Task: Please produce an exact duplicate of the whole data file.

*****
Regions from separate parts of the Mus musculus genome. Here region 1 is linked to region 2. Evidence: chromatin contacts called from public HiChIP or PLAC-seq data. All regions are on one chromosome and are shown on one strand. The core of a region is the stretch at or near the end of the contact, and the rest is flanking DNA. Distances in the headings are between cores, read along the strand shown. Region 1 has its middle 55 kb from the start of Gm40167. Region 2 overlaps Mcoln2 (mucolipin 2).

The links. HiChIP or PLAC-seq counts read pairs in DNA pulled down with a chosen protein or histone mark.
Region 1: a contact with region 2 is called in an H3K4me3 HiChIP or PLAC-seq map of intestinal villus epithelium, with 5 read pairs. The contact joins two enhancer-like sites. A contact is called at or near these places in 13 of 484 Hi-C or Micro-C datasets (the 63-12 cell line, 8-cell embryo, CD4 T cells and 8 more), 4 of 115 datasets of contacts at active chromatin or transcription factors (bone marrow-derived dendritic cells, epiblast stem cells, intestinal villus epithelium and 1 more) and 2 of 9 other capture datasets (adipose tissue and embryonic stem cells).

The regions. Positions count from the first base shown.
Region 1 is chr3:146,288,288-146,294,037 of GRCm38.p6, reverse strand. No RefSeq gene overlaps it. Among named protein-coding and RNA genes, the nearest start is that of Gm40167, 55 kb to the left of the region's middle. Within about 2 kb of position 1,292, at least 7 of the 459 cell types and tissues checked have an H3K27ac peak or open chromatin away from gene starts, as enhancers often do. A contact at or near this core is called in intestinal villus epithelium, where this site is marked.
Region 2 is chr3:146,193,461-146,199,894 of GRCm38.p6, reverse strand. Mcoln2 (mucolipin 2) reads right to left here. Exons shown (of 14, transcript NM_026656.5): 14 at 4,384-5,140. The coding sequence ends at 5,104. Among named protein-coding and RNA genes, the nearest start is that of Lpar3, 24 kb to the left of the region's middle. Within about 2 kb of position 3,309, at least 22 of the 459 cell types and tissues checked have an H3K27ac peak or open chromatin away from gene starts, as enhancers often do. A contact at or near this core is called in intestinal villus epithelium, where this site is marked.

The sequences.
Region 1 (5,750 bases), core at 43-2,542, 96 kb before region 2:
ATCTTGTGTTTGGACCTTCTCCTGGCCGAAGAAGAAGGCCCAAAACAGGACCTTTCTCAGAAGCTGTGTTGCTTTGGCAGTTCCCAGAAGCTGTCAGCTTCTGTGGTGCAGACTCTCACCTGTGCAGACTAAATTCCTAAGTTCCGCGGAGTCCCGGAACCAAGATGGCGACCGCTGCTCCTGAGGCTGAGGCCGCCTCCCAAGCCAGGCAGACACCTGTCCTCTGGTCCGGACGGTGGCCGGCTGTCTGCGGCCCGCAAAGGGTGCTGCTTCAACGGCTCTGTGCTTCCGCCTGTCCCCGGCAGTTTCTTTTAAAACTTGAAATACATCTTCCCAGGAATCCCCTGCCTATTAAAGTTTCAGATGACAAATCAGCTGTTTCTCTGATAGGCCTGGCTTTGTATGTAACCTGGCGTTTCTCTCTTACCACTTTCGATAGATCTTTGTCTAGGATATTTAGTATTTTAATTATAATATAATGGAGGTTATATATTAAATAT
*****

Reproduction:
Regions from separate parts of the Mus musculus genome. Here region 1 is linked to region 2. Evidence: chromatin contacts called from public HiChIP or PLAC-seq data. All regions are on one chromosome and are shown on one strand. The core of a region is the stretch at or near the end of the contact, and the rest is flanking DNA. Distances in the headings are between cores, read along the strand shown. Region 1 has its middle 55 kb from the start of Gm40167. Region 2 overlaps Mcoln2 (mucolipin 2).

The links. HiChIP or PLAC-seq counts read pairs in DNA pulled down with a chosen protein or histone mark.
Region 1: a contact with region 2 is called in an H3K4me3 HiChIP or PLAC-seq map of intestinal villus epithelium, with 5 read pairs. The contact joins two enhancer-like sites. A contact is called at or near these places in 13 of 484 Hi-C or Micro-C datasets (the 63-12 cell line, 8-cell embryo, CD4 T cells and 8 more), 4 of 115 datasets of contacts at active chromatin or transcription factors (bone marrow-derived dendritic cells, epiblast stem cells, intestinal villus epithelium and 1 more) and 2 of 9 other capture datasets (adipose tissue and embryonic stem cells).

The regions. Positions count from the first base shown.
Region 1 is chr3:146,288,288-146,294,037 of GRCm38.p6, reverse strand. No RefSeq gene overlaps it. Among named protein-coding and RNA genes, the nearest start is that of Gm40167, 55 kb to the left of the region's middle. Within about 2 kb of position 1,292, at least 7 of the 459 cell types and tissues checked have an H3K27ac peak or open chromatin away from gene starts, as enhancers often do. A contact at or near this core is called in intestinal villus epithelium, where this site is marked.
Region 2 is chr3:146,193,461-146,199,894 of GRCm38.p6, reverse strand. Mcoln2 (mucolipin 2) reads right to left here. Exons shown (of 14, transcript NM_026656.5): 14 at 4,384-5,140. The coding sequence ends at 5,104. Among named protein-coding and RNA genes, the nearest start is that of Lpar3, 24 kb to the left of the region's middle. Within about 2 kb of position 3,309, at least 22 of the 459 cell types and tissues checked have an H3K27ac peak or open chromatin away from gene starts, as enhancers often do. A contact at or near this core is called in intestinal villus epithelium, where this site is marked.

The sequences.
Region 1 (5,750 bases), core at 43-2,542, 96 kb before region 2:
ATCTTGTGTTTGGACCTTCTCCTGGCCGAAGAAGAAGGCCCAAAACAGGACCTTTCTCAGAAGCTGTGTTGCTTTGGCAGTTCCCAGAAGCTGTCAGCTTCTGTGGTGCAGACTCTCACCTGTGCAGACTAAATTCCTAAGTTCCGCGGAGTCCCGGAACCAAGATGGCGACCGCTGCTCCTGAGGCTGAGGCCGCCTCCCAAGCCAGGCAGACACCTGTCCTCTGGTCCGGACGGTGGCCGGCTGTCTGCGGCCCGCAAAGGGTGCTGCTTCAACGGCTCTGTGCTTCCGCCTGTCCCCGGCAGTTTCTTTTAAAACTTGAAATACATCTTCCCAGGAATCCCCTGCCTATTAAAGTTTCAGATGACAAATCAGCTGTTTCTCTGATAGGCCTGGCTTTGTATGTAACCTGGCGTTTCTCTCTTACCACTTTCGATAGATCTTTGTCTAGGATATTTAGTATTTTAATTATAATATAATGGAGGTTATATATTAAATAT